Historical Markers
Homestead Strike Victims Historical Marker
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Homestead Strike Victims

Pittsburgh Region


Marker Location:
22nd Ave. and Main St., Munhall

Dedication Date:
July 11, 1993

Behind the Marker

Four men, dressed in tailored suits, are gathered around a conference table. Papers sit on the table in front of each person, and a glass in front of one of the men. Several ashtrays are also on the table. John L. Lewis (2nd from the right) and UMW vice president Thomas Kennedy (far right) led an aggressive campaign to organize the Pennsylvania coal mines. (W.W. Inglis, President of the Glen Alden Coal Company, and A.J. Maloney, President of the Philadelphia and Reading Coal and Iron Company, are on the left.)
A tense meeting of the "Big Four" of the American coal industry, April 19, 1933.
Emmett Patrick Cush, a second-generation union man, knew where the bodies were buried. It was Sunday, July 5, 1936, and the markerSteel Workers Organizing Committee had just kicked off its campaign to unionize the country's steel mills.

Union organizers in the Monongahela Valley hatched a plan to connect their campaign to the historical markerHomestead strike of 1892. They assembled 4,000 supporters at the Seventeenth Avenue Playground, and pledged themselves to a steelworkers' declaration of independence: "We say to the world: We are Americans. We shall exercise our inalienable right to organize into a great industrial union, banded together with all our fellow steelworkers."

A young lady in a majorette uniform lifts the veil from a shrouded monument as onlookers watch.
Unveiling of monument, on September 2, 1941, commemorating the Homestead steelworkers...
In the distance fumed John Cavanaugh, the town burgess who, three years earlier, had tried to intimidate Secretary of Labor markerFrances Perkins. That day, however, the state lined up firmly behind the workers. Pennsylvania lieutenant governor Thomas Kennedy, assured the crowd that there would be no state Coal and Iron Police harassing this organizing drive. Kennedy happened also to be secretary-treasurer of the United Mine Workers, which generously funded the SWOC campaign.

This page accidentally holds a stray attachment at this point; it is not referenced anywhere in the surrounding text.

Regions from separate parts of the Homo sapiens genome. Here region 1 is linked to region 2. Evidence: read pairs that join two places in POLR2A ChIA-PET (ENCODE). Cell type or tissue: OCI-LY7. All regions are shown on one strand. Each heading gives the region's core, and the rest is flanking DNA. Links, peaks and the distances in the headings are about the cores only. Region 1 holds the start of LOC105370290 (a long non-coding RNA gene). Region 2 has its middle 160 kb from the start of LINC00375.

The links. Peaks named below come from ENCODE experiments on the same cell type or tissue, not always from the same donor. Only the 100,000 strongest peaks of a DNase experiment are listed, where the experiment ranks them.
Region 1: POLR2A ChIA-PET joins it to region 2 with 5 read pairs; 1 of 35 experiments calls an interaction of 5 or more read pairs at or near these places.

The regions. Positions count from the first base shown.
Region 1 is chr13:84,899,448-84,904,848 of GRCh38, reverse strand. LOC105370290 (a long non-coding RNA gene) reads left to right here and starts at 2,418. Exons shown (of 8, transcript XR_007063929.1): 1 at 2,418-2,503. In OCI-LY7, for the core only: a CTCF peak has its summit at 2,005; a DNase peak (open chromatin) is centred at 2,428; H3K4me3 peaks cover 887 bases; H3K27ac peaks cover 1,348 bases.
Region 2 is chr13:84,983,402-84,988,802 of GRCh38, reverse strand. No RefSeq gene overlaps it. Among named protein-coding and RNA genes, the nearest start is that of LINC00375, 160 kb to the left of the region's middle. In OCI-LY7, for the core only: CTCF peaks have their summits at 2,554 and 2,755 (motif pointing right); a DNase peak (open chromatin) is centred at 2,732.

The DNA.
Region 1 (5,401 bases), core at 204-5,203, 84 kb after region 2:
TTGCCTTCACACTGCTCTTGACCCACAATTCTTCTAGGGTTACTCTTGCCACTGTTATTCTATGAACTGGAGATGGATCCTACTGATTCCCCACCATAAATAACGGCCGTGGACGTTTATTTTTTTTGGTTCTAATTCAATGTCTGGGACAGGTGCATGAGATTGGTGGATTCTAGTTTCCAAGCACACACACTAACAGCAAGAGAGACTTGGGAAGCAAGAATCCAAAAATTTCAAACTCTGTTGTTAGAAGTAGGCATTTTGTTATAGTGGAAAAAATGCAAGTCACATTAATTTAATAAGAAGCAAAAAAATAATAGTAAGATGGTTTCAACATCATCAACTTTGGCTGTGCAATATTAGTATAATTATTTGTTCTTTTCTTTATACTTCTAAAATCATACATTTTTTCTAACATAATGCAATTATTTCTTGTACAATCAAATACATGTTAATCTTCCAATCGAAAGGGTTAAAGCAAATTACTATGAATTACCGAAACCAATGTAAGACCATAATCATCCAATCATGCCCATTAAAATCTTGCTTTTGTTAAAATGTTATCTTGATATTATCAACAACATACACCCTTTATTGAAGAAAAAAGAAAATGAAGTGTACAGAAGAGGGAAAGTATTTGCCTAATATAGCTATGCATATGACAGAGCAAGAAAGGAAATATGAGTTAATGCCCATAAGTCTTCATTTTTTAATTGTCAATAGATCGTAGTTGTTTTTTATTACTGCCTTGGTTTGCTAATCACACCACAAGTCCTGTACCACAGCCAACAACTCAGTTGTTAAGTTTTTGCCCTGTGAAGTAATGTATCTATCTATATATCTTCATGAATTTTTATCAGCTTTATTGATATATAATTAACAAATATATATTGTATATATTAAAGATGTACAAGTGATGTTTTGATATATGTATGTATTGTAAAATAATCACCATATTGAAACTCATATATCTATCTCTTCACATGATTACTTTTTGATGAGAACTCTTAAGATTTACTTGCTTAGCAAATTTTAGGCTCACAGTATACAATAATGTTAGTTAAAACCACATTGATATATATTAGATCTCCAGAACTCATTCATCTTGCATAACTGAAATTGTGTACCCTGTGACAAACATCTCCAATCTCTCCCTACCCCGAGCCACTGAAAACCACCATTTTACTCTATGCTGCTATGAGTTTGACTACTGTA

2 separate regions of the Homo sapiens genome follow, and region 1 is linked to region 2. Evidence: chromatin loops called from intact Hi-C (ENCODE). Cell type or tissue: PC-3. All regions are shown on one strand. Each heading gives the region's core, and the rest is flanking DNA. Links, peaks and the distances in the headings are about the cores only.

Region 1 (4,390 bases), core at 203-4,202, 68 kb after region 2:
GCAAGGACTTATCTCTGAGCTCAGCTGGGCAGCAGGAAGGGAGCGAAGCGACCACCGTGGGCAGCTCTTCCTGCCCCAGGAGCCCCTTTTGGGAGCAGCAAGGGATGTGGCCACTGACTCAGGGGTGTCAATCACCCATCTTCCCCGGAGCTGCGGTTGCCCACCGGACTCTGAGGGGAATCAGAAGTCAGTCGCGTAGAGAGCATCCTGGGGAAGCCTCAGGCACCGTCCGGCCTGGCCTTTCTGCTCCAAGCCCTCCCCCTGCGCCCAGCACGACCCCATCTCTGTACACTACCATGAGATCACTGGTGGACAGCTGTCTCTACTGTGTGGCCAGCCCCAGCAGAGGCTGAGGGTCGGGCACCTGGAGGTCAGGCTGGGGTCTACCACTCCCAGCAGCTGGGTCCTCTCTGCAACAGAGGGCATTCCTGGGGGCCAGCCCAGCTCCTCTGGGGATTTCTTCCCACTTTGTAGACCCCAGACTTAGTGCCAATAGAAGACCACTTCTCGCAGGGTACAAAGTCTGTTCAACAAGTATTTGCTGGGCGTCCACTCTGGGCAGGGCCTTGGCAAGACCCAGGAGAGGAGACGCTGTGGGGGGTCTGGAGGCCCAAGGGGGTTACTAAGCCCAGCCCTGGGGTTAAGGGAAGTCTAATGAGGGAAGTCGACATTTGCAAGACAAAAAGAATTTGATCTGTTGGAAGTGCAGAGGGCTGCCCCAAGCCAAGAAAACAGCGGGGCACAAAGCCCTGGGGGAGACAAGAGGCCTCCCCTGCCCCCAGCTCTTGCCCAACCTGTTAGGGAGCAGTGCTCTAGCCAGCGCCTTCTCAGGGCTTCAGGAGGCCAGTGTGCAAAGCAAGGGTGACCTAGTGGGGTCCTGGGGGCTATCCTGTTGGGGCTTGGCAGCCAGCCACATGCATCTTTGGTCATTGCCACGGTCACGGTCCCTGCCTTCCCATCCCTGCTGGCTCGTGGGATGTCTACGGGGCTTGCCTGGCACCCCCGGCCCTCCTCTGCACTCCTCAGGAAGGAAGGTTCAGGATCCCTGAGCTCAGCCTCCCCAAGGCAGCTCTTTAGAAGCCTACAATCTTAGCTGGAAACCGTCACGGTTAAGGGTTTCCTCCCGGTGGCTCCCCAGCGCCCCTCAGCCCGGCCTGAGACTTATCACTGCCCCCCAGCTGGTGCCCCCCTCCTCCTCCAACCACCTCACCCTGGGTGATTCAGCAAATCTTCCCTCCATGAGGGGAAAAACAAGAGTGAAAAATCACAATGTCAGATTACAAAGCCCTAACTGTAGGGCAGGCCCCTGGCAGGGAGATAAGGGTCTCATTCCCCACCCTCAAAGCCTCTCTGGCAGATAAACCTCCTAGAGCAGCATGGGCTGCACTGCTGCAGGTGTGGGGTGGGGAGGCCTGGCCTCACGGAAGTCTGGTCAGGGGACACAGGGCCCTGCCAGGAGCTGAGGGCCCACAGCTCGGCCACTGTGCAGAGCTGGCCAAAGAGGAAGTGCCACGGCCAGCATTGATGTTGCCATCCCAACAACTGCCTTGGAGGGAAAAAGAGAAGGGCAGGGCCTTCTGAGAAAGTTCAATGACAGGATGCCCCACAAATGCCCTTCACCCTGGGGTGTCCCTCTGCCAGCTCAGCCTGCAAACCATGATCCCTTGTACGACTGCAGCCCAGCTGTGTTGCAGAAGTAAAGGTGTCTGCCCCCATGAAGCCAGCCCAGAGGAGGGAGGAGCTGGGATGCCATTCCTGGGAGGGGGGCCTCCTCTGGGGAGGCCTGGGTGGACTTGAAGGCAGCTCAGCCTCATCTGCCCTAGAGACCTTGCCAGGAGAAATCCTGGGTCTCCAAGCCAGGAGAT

Image of Pat Fagan standing on a platform addressing a crowd of miners.
Pat Fagan, UMW District 5 leader, addressing gathering of miners in the mid-1930s.

After the speeches, the crowd climbed some five blocks uphill to the cemetery for a wreath-laying ceremony. Cush directed them to the graves, poorly marked and half forgotten, belonging to the six Homestead strike victims buried there.

His father, Dennis M. Cush, a member of the organizing committee back in 1892, had made sure that his son knew where the bodies were buried. Placing wreaths on the graves, the crowd listened to Patrick Fagan, son of another 1892 strike leader, give a thoughtful, somber address.

The wreath-laying ceremony, and the larger SWOC campaign, marked the ascendancy of true unionism in the steel industry. As the English visitor Arthur Shadwell, who visited Homestead a dozen years after the infamous 1892 strike, had observed: "Trade unionism has been put down with an iron hand dipped in blood, and it is kept down. It has not been recognized since 1892, but it is a plant which does not die when it has anything to feed on, and here it has much." At Homestead the "plant" of unionism eventually grew to full flower. Today, with the mill itself shut down and sold for scrap, the memories are all that remain.
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